US tracked missile that brought down Malaysian Airlines Flight 17
The United States detected the launch of the “specific missile” that brought down Malaysia Airlines Flight 17 last week, a senior administration official told reporters on Tuesday.
U.S. intelligence followed “this specific missile” as it was fired from “a geographic area” controlled by Russia-backed separatists in eastern Ukraine, said the official, who requested anonymity. It followed the near-vertical flight path characteristic of an SA-11 surface-to-air missile launch.
“We did pick up a launch. We were able to have the ability to track this specific launch,” the official said. It was not clear whether the official was referring to real-time monitoring, or whether U.S. intelligence had gone back through surveillance data after learning of the attack.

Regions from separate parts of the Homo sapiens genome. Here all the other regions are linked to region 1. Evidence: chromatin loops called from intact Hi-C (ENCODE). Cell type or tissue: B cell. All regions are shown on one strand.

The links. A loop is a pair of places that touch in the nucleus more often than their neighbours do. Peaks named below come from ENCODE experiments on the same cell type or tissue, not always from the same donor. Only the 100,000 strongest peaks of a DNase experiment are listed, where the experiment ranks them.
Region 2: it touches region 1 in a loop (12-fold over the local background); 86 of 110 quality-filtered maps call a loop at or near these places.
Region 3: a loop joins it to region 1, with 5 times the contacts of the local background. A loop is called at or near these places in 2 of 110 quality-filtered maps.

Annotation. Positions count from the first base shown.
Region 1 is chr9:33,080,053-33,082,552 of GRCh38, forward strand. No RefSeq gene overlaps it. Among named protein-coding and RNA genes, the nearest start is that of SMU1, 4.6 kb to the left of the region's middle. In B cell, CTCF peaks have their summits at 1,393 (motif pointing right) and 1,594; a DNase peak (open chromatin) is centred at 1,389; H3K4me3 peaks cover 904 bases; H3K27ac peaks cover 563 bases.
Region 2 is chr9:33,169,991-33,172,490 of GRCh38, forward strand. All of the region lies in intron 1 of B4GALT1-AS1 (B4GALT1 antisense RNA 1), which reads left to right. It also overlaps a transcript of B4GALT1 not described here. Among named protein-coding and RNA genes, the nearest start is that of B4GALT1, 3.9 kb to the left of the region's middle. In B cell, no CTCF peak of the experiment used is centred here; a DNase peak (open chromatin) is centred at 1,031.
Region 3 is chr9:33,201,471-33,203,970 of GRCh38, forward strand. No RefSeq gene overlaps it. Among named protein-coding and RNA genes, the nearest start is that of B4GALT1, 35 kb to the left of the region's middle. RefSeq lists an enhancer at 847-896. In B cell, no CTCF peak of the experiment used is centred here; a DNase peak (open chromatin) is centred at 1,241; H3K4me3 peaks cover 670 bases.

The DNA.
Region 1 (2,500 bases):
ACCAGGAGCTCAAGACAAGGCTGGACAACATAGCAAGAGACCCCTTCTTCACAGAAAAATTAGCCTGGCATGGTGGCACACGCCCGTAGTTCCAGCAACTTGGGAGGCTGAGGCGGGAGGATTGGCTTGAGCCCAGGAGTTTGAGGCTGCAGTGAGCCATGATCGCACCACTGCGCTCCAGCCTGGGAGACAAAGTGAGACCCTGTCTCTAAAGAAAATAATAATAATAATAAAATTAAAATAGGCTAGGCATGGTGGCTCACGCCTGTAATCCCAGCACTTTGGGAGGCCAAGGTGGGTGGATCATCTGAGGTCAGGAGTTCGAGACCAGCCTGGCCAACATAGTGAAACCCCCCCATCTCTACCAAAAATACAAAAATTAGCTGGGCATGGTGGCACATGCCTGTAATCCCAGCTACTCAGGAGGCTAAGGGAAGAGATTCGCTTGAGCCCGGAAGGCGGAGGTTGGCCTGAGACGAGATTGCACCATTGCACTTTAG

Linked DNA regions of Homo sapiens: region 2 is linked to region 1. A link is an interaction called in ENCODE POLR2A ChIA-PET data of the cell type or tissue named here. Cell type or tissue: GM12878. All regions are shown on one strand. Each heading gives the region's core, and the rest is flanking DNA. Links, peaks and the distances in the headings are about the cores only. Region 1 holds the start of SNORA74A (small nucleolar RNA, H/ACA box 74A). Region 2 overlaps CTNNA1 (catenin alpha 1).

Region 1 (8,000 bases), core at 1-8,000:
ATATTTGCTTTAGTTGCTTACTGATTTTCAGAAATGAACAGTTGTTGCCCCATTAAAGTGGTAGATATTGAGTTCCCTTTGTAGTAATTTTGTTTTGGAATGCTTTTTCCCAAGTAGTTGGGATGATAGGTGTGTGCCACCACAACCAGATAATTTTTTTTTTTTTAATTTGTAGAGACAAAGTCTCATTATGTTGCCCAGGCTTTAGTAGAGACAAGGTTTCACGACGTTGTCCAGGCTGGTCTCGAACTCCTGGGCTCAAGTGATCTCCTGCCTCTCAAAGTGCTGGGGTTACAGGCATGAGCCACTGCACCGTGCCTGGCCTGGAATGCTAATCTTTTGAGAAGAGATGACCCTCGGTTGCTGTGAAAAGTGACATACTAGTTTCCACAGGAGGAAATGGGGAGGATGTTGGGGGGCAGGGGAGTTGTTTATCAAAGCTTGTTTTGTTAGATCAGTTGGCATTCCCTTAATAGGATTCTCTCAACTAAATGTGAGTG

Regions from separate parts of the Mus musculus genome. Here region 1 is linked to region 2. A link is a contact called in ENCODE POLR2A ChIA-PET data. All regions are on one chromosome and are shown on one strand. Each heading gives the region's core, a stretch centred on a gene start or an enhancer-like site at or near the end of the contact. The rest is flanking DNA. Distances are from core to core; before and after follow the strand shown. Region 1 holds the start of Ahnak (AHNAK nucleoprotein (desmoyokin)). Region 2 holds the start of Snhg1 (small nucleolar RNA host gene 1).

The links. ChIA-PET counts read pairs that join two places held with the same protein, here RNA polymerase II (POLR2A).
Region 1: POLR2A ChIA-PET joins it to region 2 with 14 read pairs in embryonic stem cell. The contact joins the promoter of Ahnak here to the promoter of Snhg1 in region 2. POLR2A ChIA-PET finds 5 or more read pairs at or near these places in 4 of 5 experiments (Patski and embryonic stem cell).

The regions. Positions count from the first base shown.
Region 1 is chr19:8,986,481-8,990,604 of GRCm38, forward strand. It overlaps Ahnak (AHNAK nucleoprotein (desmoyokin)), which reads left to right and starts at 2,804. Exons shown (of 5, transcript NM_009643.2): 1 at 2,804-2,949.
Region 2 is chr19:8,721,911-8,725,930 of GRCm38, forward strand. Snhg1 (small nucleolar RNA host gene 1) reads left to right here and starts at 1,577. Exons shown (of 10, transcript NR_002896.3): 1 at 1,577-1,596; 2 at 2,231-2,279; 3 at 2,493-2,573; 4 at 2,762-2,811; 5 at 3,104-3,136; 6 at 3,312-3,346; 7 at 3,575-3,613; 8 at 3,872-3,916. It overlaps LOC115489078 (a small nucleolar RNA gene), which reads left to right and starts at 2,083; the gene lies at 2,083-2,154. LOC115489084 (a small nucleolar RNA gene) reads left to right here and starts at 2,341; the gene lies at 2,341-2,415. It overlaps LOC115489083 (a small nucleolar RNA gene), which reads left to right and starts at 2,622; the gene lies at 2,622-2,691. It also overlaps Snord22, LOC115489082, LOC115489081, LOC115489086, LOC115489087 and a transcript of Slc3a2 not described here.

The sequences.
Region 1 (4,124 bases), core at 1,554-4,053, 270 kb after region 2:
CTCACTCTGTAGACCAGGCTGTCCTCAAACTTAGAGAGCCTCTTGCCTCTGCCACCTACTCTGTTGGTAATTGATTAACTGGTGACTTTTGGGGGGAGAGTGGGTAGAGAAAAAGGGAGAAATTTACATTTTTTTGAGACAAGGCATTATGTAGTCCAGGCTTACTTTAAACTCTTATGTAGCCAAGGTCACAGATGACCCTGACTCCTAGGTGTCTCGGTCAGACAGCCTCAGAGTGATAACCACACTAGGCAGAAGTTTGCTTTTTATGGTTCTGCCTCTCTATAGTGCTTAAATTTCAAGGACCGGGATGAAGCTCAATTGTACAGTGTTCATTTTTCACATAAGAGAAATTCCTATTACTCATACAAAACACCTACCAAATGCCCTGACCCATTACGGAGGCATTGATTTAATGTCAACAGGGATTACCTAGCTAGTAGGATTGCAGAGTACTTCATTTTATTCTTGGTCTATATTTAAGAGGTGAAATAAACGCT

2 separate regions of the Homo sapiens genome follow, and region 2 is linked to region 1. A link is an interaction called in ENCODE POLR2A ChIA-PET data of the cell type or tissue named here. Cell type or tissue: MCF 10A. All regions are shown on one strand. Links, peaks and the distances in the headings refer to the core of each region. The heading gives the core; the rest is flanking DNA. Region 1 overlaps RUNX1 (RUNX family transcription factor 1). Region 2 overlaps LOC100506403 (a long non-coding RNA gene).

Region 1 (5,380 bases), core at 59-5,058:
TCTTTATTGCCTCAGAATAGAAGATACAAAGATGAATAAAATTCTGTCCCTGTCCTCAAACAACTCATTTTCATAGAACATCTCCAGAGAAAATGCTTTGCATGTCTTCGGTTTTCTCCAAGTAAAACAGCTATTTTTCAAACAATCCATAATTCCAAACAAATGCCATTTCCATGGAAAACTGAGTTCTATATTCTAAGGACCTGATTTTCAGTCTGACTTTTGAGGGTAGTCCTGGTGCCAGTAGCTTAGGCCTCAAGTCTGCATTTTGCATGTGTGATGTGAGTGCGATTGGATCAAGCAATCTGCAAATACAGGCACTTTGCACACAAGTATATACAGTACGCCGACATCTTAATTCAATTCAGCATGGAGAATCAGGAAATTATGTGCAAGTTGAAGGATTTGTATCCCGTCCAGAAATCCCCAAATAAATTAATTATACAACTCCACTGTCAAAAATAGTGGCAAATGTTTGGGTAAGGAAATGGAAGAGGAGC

The official spoke as the United States ramped up efforts to convince skeptics that Moscow-backed rebels armed and trained by Russia shot down the passenger jet, killing all 298 people aboard. Russia has disputed the largely circumstantial American case and rejected responsibility.
“We don’t know who, like, pulled the trigger,” the official said. “We don’t know that a Russian was operating the system. However, that in no way precludes Russian involvement in the sense that they are the most likely source for this system.”
“We assign responsibility generally to Russia for how the separatists are armed and trained,” the official said. “What we have is a kind of picture of evidence that says the Russians have been providing these arms, these types of systems, and the Russians have been providing training — and that adds up to a picture that implicates Russia,” but “we’re going to be careful about saying who did it if we don’t know for certain.”
“We don’t know who literally was operating the system that day,” the official said. “That’s the hardest thing to determine.”